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Dame Cicely Saunders

22 June 1918 — 14 July 2005

Everyone knows of Florence Nightingale, the nurse whose selflessness
and energy in caring for soldiers during the Crimean War transformed
hospitals and made nursing a true profession. Her contemporary
counterpart was another Briton, Dame Cicely Saunders, who died earlier
this month at the age of 87. It was the capstone of a lifetime
specialising in care for the dying.

Dame Cicely’s achievement was to begin the modern hospice movement in
1967. There are now hundreds of hospices for the dying in Britain and
in more than 95 countries around the world. Without her work, the
euthanasia movement would undoubtedly have been far more persuasive and
legalised euthanasia would have spread much further. She showed that it
was possible to die peacefully and without great pain. For her, dying
was not something to be feared but was “as natural as being born”.
Partly due to her influence, palliative care has become recognised as a
distinct medical speciality.

Dame Cicely was a woman of wisdom. Although she was an eminent
clinician and researcher, she knew that care for the dying was not
simply a matter of managing patients’ pain. She developed a theory of
“total pain” which included its emotional, social, and spiritual
elements. “The whole experience for a patient includes anxiety,
depression, and fear; concern for the family who will become bereaved;
and often a need to find some meaning in the situation, some deeper
reality in which to trust,” she said.

Dame Cicely was also a woman with deeply Christian convictions, but her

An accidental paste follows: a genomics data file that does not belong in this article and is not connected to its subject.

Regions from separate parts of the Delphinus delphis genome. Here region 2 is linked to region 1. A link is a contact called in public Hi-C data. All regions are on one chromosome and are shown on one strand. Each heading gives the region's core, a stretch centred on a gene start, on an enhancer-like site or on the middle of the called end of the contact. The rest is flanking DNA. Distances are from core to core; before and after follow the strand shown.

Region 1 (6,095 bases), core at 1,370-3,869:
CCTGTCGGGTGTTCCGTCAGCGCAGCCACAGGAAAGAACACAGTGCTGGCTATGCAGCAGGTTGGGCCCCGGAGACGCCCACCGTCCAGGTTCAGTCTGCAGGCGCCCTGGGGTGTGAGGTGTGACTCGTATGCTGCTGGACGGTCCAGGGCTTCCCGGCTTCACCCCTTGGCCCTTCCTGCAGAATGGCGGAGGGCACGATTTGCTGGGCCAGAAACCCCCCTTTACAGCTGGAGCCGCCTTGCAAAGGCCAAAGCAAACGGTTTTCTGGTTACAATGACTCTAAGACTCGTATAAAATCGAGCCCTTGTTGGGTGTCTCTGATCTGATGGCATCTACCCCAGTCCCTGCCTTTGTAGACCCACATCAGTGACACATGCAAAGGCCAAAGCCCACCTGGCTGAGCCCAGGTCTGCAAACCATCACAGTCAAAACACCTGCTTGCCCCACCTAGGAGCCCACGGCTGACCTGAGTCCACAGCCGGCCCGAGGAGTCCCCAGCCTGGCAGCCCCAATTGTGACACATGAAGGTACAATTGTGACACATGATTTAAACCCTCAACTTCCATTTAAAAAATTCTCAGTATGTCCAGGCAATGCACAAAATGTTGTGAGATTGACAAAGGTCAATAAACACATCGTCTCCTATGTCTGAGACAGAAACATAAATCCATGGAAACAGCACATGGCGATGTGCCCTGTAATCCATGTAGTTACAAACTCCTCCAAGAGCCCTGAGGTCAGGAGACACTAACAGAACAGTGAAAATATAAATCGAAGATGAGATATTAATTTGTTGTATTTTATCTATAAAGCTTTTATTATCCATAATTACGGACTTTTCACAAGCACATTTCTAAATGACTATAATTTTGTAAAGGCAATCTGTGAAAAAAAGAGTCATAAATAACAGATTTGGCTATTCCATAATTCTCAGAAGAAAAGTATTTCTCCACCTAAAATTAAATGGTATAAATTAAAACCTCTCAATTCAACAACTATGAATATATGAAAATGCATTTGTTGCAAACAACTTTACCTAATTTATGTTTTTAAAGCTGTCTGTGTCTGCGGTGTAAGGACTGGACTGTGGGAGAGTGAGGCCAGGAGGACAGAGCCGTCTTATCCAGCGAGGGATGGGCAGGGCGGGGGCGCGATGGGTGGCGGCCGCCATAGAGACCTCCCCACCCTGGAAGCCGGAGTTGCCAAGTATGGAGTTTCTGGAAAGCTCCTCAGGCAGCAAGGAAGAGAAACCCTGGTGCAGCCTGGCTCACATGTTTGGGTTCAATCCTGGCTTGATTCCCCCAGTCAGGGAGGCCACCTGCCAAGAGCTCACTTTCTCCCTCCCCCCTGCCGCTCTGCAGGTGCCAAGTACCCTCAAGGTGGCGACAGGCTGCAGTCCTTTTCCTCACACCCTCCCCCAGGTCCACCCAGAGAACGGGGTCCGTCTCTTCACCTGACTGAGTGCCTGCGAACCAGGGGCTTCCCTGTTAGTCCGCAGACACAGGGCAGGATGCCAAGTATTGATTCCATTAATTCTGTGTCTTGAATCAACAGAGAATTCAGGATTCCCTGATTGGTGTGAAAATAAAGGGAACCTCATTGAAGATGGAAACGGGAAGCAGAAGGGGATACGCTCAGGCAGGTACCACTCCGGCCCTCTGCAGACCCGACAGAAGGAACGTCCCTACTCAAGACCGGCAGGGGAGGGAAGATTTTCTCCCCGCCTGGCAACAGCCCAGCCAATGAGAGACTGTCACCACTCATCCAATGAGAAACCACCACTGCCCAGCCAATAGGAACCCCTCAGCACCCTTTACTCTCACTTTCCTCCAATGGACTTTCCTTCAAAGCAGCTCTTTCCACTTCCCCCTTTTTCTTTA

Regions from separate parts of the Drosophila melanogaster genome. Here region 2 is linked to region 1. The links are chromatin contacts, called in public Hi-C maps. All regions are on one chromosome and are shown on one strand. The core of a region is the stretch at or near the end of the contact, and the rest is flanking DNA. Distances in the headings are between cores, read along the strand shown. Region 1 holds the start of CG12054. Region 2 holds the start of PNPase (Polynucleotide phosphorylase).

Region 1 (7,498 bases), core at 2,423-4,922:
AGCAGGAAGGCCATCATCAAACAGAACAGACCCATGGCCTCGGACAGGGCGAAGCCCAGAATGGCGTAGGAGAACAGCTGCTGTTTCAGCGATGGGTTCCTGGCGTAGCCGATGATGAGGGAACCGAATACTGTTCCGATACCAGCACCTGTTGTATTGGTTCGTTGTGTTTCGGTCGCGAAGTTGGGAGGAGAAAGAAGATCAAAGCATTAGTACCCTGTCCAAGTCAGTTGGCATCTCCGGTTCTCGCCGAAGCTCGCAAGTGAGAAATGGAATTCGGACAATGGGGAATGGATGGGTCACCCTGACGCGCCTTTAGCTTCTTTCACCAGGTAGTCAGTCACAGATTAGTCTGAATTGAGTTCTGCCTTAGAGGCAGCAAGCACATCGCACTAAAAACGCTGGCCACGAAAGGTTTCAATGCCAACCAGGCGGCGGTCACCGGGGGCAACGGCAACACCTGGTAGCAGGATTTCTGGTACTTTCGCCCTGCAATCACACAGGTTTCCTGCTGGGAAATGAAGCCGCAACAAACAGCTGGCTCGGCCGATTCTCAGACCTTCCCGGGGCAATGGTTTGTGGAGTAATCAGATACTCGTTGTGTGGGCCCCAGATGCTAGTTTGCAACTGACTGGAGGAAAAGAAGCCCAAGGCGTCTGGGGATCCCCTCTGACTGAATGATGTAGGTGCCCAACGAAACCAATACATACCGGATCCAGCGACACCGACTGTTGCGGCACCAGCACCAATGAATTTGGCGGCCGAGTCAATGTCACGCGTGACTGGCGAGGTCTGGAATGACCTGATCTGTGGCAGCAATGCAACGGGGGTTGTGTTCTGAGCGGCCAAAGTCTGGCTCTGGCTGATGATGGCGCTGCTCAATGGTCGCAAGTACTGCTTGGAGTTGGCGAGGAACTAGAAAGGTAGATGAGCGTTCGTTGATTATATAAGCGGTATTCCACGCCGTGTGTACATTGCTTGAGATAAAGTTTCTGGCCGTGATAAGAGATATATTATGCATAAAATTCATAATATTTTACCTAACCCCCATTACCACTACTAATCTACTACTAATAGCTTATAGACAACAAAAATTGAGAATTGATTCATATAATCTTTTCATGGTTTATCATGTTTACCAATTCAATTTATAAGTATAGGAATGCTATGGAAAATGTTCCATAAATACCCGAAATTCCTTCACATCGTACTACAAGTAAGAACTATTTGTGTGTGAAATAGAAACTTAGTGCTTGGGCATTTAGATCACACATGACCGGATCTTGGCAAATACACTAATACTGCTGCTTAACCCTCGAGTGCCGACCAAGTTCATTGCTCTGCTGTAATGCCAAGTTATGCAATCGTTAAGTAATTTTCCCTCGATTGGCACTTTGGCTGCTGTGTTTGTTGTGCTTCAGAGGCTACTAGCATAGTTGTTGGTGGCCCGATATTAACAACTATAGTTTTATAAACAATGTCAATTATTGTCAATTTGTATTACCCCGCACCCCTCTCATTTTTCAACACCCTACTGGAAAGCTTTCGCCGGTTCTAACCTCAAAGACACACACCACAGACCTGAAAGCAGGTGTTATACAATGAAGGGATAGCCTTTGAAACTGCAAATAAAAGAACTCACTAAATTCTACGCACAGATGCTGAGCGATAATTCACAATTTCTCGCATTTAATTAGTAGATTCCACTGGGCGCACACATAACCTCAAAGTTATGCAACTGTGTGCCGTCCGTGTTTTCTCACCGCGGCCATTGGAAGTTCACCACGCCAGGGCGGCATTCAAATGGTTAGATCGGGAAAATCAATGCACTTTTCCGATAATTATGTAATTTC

hospices were open to people of all persuasions, and to those who had
none. “I once asked a man who knew he was dying what he needed above
all in those who were caring for him,” she once said. “He said, ‘For
someone to look as if they are trying to understand me.’ Indeed it is
impossible to understand fully another person, but I never forgot that
he did not ask for success but only that someone should care enough to
try.”

That wisdom was hard-won. Her well-to-do father disapproved of her
interest in nursing and so she enrolled at Oxford instead. When World
War II broke out, however, she took up nursing. But her back gave her
trouble and she had to switch to a degree in social work. In 1945 her
parents divorced and she converted from agnosticism to evangelical
Christianity. This happened all of a sudden, during a holiday in
Cornwall with some Christian friends. “It was as though I suddenly felt
the wind behind me rather than in my face,” she later said. “I thought
to myself: please let this be real. I prayed to know how best to serve
God.”

The answer came the next year when she fell in love with a dying Polish
Jew named David Tasma, the first of three romantic attachments to
Polish men. “He needed to make his peace with the God of his fathers,
and the time to sort out who he was,” she recalled. “We discussed the
idea of somewhere that could have helped him do this better than a busy
hospital ward.” When Tasma died, he bequeathed Saunders £500 — no mean
sum in those days — to start a hospice. “I’ll be a window in your
home,” he said.

Her mission in life was now clear to her: founding a home where the
dying would receive the best medical care along with affection and
understanding. A doctor told her that people would not listen to a
nurse, so at the age of 33 she began a medical degree. In 1957 she
qualified and obtained a research scholarship in pain management for
the incurably ill, at the same time working in a hospice for the dying
poor run by Catholic Sisters of Charity.

There she met the second Pole in her life, Antoni Michniewicz, who